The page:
Mr. and Mrs. Brandcofft
Are pleased to announce the marriage of their daughter,
We request that you save
the nineteenth of
the year of our Lord
A formal invitation is to follow!
Amanda’s jaw had practically hit the ground. She had let the card drop to the floor. The most formal and regal card she had ever seen was a save the date card. Beatrice Brancofft… BeBa! BeBa was getting married, and Amanda had been invited. She hadn’t talked to her junior year roommate since they had graduated. And now, the actual wedding invitation had arrived. There was a history between them that time would never erase, but still Amanda was shocked to have been tentatively invited to the wedding then, and was still in shock to have actually been invited after all.
The wedding was in three months. Well, a little less than three months. BeBa, rather Beatrice, was to be wedded in matrimonial bliss to one Brice Arnold Thomas, the III. Amanda thought about how much of an entitled douche he must have to be with a name like that. Amanda felt her eyes roll. Three months, three months was enough time for Tom to not be busy for a weekend away. The wedding was being held close enough to both of them, but still far enough that they could get a hotel room if needed. Amanda filled out her RSVP for her plus a guest and sent it back. She had almost felt bad to write on the fancy paper with her shitty handwriting, but it was a necessary evil. Almost immediately, Amanda picked up the phone, booked a hotel room, of course there was a block of suites reserved for those attending the wedding. Tom would be super excited when she told him, it was only a plus she had already done the pricey part of attending a wedding. Amanda was dialing his number when her Chinese food arrived. As his voicemail picked up, Amanda remembered that he had had a family emergency. She disconnected her phone before leaving a message. She would tell him later.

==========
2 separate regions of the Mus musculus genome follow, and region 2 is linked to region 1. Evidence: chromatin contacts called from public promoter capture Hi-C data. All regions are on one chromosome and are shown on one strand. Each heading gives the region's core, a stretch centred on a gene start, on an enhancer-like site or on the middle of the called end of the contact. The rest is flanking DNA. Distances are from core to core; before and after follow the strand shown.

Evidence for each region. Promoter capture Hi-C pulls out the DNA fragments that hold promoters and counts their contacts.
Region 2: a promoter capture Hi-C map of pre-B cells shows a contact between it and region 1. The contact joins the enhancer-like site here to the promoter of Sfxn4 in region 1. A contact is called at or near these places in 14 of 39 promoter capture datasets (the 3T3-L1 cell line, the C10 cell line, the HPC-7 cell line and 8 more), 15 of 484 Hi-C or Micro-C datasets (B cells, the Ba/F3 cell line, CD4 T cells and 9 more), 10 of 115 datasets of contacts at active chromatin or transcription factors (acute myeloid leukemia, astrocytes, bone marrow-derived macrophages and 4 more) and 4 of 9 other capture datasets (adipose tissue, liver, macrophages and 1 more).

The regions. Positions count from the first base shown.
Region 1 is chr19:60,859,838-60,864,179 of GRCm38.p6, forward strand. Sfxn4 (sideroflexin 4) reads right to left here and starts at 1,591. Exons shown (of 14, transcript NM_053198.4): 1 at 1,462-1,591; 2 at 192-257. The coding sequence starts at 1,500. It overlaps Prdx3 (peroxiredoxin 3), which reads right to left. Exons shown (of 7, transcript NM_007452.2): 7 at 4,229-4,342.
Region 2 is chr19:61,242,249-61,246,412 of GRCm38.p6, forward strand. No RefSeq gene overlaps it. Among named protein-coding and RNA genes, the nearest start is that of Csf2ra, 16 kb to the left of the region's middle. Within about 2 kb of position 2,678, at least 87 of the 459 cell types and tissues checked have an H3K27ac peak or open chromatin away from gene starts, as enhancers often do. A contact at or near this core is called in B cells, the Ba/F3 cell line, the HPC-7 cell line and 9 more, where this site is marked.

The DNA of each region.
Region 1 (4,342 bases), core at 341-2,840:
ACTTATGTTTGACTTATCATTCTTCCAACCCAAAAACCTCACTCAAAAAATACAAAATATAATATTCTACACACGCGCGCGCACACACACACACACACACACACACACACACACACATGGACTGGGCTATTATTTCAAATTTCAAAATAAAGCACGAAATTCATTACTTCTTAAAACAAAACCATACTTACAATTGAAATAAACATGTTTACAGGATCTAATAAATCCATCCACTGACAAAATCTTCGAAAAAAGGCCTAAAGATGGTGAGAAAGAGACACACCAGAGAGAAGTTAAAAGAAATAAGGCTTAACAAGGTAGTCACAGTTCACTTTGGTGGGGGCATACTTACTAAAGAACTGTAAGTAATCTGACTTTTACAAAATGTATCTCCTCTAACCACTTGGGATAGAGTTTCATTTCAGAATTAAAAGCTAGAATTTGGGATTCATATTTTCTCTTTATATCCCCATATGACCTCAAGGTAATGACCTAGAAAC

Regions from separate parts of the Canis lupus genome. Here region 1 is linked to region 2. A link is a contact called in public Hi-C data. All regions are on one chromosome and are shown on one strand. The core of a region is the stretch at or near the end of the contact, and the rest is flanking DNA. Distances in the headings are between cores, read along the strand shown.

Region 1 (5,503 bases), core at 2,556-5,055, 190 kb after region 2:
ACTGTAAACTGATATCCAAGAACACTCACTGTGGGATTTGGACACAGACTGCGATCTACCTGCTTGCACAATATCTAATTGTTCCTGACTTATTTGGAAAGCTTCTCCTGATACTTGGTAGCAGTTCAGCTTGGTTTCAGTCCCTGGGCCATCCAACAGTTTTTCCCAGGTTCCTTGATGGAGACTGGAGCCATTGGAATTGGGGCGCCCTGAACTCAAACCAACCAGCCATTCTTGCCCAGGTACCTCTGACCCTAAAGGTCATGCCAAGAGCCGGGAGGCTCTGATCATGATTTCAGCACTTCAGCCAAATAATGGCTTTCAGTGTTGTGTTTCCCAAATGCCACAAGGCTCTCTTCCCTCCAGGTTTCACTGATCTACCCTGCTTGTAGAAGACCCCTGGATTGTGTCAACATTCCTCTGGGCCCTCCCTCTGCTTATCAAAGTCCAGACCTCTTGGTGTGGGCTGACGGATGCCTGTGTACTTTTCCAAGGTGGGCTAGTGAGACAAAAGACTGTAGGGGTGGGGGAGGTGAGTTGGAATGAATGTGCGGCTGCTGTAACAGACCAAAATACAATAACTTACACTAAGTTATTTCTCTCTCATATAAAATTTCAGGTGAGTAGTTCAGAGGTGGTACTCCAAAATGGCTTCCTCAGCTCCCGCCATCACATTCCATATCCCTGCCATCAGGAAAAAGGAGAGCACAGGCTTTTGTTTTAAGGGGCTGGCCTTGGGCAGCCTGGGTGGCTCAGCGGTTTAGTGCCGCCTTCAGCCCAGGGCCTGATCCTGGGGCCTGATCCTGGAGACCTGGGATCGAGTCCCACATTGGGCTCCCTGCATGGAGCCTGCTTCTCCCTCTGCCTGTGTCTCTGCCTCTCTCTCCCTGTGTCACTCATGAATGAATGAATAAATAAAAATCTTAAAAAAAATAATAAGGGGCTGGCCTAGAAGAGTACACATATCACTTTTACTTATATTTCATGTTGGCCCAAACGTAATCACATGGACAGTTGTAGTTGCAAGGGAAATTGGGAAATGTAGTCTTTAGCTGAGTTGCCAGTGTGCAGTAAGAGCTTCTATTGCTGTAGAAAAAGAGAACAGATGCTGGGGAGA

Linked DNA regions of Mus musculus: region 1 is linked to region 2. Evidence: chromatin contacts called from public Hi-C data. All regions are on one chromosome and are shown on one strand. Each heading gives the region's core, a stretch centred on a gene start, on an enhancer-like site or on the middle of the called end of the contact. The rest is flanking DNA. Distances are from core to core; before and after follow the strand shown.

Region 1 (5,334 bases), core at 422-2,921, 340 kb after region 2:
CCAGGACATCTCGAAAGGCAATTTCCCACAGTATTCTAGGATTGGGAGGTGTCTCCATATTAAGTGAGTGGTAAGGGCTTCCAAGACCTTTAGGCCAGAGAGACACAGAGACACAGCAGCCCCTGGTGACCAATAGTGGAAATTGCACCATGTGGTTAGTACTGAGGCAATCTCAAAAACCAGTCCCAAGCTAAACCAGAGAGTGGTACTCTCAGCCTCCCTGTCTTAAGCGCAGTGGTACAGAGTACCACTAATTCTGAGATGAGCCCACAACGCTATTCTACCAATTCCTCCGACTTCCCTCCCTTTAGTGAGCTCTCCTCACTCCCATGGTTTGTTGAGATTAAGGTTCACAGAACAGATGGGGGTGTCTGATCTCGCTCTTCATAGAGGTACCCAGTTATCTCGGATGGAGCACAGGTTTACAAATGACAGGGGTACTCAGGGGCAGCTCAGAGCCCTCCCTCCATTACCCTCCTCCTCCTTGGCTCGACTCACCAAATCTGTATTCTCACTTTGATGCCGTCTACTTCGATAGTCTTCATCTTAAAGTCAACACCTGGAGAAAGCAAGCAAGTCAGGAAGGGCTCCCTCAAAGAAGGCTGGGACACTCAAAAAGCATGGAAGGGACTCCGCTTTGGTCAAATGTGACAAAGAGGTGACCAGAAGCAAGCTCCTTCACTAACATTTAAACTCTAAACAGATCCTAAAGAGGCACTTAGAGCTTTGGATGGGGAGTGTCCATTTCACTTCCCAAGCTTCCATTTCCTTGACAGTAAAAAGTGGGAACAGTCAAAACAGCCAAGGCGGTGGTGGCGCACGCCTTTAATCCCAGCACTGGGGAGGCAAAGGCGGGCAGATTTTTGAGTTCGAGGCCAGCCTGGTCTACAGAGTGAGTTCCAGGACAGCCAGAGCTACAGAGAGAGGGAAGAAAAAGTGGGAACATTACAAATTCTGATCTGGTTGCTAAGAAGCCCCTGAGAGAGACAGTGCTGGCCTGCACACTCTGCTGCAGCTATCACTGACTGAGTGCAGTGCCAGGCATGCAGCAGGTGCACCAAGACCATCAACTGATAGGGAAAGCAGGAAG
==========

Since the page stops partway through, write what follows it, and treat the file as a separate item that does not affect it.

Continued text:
“Did you say the weekend of the 19th?”
“Yeah, it’s a Saturday,” Amanda confirmed for Tom.
They hadn’t spoke since the night he was supposed to come to her house and bailed. Everything ended up being alright, and while Amanda was grateful she was still kind of bummed they hadn’t seen each other in almost two weeks. They talked and texted, mostly sent each other silly things from the wonderful world of the Internet, but she kind of missed him. And not just to fuck, though that would be nice too.
“Yes. Why is this so difficult for you to grasp,” Amanda said with exasperation.
“It’s not,” Tom began defensively, “I mean it is, but not for the reasons you’re thinking.”
“No,” Amanda began not quite knowing where she was going with her refusal.
“My entire family is coming from all over the country that weekend. There’s a wedding in the family, and it’s just not possible,” Tom began.
“Are you kidding,” Amanda said, an edge hardening her voice.
“October is one of the most popular months to get married,” Tom stated.
“Why do you even know that,” Amanda retorted.